Snorkel decision breathes life into quasi design protection

Author: Mark Williams (Senior Associate, Allens Patent and Trade Mark Attorneys)

Journal of Intellectual Property Law & Practice (2014) doi: 10.1093/jiplp/jpu067, first published online: May 7, 2014

A recent decision of the Australian Trade Marks Office has confirmed that composite trade marks consisting of a combination of shape and word/logo elements can be considered inherently capable of distinguishing, even when the shape has a functional purpose.

Legal context

Shape trade marks are inherently difficult to register in Australia, particularly when the shape in question serves a functional purpose. However, the registration of trade marks consisting of a combination of shape and word/logo elements poses interesting questions about the scope of protection such registrations afford their owners.


Australian Performance Developments Pty Ltd (APD) sought registration of a composite mark consisting of the shape of an air intake snorkel in combination with the word SAFARI, in respect of air rams and air intake snorkels for vehicles in class 12.

APD's application was opposed by Ironman 4X4 Pty Ltd, who argued that the SAFARI SNORKEL logo applied to the air ram was merely a ‘colourable flourish’ and that the application was really a shape trade mark. It contended that registration of the mark would extend to APD an unfair monopoly in respect of a shape of an air ram that may legitimately be required for use by other traders.

APD responded by referring to a number of air intakes in the market to demonstrate that the shape of its product was not the only shape that could be used to achieve the functional purpose required or an air intake snorkel. In any event, it argued, the trade mark in question was more than just a shape, with the SAFARI SNORKEL logo providing an element distinct from the inherent form of the goods.

The Hearing Officer had little trouble in finding the trade mark inherently capable of distinguishing the claimed goods. He placed particular importance on the fact that air rams and air intake snorkels are the type of goods that are likely to be carefully inspected prior to purchase and that, in those circumstances, the SAFARI SNORKEL logo would be plainly evident to consumers. He also considered the fact that the SAFARI SNORKEL logo, being a registered mark, had already been deemed inherently capable of distinguishing such goods.

Each of the opponent's independent declarants specifically referred to the existence of the word and shape elements of the mark. One of the declarants said:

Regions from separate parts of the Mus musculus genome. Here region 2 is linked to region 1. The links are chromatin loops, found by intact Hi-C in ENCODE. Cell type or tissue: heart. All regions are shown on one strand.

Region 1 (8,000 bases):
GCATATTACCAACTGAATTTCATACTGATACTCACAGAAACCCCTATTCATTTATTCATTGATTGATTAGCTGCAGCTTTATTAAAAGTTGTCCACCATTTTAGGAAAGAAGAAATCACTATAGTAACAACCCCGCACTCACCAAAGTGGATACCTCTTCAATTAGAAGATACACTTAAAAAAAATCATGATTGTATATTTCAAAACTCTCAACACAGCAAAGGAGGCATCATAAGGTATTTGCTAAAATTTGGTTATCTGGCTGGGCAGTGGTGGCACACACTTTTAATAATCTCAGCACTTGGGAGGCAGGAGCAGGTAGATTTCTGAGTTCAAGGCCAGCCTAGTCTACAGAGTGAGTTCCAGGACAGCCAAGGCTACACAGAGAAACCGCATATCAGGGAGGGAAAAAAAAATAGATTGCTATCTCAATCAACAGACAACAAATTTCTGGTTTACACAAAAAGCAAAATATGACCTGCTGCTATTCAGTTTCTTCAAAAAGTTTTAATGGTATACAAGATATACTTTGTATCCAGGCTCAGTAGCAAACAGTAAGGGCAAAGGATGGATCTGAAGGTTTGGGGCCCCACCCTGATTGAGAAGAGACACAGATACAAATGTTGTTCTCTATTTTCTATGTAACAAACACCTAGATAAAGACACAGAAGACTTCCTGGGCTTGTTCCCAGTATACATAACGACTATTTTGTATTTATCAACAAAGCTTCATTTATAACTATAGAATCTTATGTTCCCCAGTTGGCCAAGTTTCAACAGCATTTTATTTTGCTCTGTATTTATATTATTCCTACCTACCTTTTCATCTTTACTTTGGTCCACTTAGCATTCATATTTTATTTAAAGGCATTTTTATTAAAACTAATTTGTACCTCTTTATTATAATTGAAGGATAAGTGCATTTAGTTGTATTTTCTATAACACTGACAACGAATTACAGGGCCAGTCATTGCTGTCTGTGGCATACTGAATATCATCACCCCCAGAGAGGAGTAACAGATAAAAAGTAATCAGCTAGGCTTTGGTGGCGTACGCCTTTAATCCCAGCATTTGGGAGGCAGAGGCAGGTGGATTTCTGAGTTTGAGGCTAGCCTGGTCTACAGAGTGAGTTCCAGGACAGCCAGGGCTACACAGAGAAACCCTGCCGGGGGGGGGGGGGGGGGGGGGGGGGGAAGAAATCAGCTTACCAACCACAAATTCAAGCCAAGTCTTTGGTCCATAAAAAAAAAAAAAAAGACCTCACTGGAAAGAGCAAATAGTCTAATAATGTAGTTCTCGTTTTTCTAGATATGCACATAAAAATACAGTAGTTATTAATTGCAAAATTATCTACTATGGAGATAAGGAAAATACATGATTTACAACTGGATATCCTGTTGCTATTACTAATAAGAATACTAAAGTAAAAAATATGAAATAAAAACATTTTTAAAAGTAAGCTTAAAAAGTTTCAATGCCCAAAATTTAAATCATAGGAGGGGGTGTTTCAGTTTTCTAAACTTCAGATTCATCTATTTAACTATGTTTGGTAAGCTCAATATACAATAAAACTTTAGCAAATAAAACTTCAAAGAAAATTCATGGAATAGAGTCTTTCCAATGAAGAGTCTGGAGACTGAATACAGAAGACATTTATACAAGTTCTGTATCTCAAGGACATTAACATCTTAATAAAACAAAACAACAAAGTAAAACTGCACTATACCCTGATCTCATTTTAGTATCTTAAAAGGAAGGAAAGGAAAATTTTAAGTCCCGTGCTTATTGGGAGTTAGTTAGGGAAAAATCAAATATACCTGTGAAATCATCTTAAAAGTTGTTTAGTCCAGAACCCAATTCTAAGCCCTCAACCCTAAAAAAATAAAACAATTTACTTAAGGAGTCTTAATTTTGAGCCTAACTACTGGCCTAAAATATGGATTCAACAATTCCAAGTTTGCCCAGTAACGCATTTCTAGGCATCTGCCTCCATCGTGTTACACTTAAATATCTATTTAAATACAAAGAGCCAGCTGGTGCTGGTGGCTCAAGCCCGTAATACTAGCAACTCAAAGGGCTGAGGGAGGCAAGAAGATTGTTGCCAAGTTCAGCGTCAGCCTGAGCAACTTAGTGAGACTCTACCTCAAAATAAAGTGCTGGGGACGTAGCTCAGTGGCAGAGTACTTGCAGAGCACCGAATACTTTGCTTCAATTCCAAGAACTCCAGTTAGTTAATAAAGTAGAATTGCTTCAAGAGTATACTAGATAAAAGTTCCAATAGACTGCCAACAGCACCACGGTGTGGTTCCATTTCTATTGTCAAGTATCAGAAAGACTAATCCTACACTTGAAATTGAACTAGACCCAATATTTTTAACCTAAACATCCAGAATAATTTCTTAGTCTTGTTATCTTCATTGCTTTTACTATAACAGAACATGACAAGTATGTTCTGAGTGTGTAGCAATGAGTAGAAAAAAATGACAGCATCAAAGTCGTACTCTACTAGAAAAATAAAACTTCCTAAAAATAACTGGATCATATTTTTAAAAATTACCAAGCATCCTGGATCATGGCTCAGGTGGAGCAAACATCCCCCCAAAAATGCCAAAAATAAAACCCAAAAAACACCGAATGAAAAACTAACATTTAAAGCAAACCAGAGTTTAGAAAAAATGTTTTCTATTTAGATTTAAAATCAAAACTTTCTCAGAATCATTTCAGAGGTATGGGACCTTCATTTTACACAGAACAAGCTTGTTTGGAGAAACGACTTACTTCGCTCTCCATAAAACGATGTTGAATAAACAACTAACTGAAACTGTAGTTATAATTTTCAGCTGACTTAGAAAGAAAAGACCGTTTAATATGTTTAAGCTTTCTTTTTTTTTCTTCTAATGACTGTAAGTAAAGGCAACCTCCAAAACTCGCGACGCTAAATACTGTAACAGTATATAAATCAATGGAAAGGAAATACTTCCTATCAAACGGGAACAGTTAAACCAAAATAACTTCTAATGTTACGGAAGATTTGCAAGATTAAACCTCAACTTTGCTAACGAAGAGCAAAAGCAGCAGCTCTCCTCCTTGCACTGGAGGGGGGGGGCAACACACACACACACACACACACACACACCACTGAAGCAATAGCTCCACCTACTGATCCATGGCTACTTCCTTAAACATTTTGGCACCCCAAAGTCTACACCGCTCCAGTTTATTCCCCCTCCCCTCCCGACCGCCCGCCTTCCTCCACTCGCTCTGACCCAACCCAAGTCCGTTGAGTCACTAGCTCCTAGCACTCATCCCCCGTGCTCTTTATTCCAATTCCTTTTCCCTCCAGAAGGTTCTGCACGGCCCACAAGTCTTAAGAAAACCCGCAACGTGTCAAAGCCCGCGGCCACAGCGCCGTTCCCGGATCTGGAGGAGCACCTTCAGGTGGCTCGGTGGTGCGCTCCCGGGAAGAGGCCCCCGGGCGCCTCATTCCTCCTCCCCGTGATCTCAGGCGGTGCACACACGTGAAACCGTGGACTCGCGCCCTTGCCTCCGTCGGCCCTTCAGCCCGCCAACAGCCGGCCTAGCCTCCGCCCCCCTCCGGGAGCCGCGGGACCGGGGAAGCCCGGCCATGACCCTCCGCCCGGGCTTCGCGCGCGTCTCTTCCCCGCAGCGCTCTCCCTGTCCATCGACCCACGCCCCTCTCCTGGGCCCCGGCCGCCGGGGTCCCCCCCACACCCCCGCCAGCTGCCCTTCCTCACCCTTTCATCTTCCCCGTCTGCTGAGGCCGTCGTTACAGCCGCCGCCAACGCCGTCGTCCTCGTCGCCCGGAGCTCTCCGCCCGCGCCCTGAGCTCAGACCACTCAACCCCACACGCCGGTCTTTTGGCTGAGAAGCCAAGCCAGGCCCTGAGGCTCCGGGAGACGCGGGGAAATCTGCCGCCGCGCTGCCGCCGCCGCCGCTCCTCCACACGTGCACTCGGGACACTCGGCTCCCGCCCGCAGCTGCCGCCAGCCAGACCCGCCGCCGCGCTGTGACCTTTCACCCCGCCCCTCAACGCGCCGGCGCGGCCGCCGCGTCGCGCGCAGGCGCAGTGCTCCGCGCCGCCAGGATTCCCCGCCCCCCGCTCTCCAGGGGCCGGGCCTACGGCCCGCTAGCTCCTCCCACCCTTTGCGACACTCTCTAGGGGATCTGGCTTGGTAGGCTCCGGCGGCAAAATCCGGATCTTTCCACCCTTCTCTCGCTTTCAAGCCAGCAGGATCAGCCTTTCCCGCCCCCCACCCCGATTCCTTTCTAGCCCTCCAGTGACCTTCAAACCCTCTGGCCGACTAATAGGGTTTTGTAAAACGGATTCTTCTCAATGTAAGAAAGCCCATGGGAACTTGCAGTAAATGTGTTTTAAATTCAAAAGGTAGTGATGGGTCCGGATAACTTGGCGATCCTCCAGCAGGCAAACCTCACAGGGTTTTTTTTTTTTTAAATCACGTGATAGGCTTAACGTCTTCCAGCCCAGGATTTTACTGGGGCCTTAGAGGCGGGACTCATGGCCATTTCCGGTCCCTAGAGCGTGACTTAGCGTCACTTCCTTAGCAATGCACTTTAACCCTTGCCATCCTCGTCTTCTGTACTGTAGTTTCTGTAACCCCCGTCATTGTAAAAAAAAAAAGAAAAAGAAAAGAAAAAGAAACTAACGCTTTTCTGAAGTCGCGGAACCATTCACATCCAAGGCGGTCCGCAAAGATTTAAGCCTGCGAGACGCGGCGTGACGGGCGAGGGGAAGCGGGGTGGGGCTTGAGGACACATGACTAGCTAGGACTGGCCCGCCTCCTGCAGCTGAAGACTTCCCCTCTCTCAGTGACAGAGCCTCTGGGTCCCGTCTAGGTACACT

Purchasers of air rams rely on logos, get up and word marks to indicate the trade origin of such goods and view the shape as performing functional significance only.
Presumably the intention of that evidence was to show that the shape did not perform as a trade mark and so the combination mark was not capable of distinguishing APD's goods—only the logo was. However, that plan backfired. The Hearing Officer said that this confirmed that the composite trade mark as a whole was inherently capable of distinguishing the applicant's goods.

Ironman also pressed the ground of opposition that APD did not intend to use the mark. It cited Beecham Group Plc v Colgate Palmolive Company (2001) 58 IPR 161 as authority for the proposition that, if a trade mark is filed simply for the purpose of gaining some advantage over the market without an intention to use it as a badge of origin, there will not be the requisite intention to use the mark under s 59. However, the Hearing Officer dismissed the s 59 ground, accepting APD′s evidence of actual use of the trade mark to designate its goods both before and after the filing date of the application.


It seems that the real issue to the registration of composite shape marks is: how broadly will they be construed by the courts? Will a court deem a similarly shaped air ram and snorkel, without the words, deceptively similar to the composite mark? Would such a use be use of the shape as a trade mark?

Given the Australian Trade Mark Office's current practice of citing marks which include an essential element of a prior mark, will it cite the composite mark against a later similar shape application despite the fact that the shape element of the composite mark is not, of itself, inherently capable of distinguishing?

Practical significance

Maybe the application of word or logo elements to shape marks is something that can be exploited by trade mark owners. Although it must surely be the case that the rights ultimately secured by filing such marks must be narrow (particularly in those cases where the word/logo is already registered), registration of the composite mark could provide perpetual quasi-design protection, and may even be used in Customs Notices of Objection to assist in the seizing similarly shaped goods at the border.

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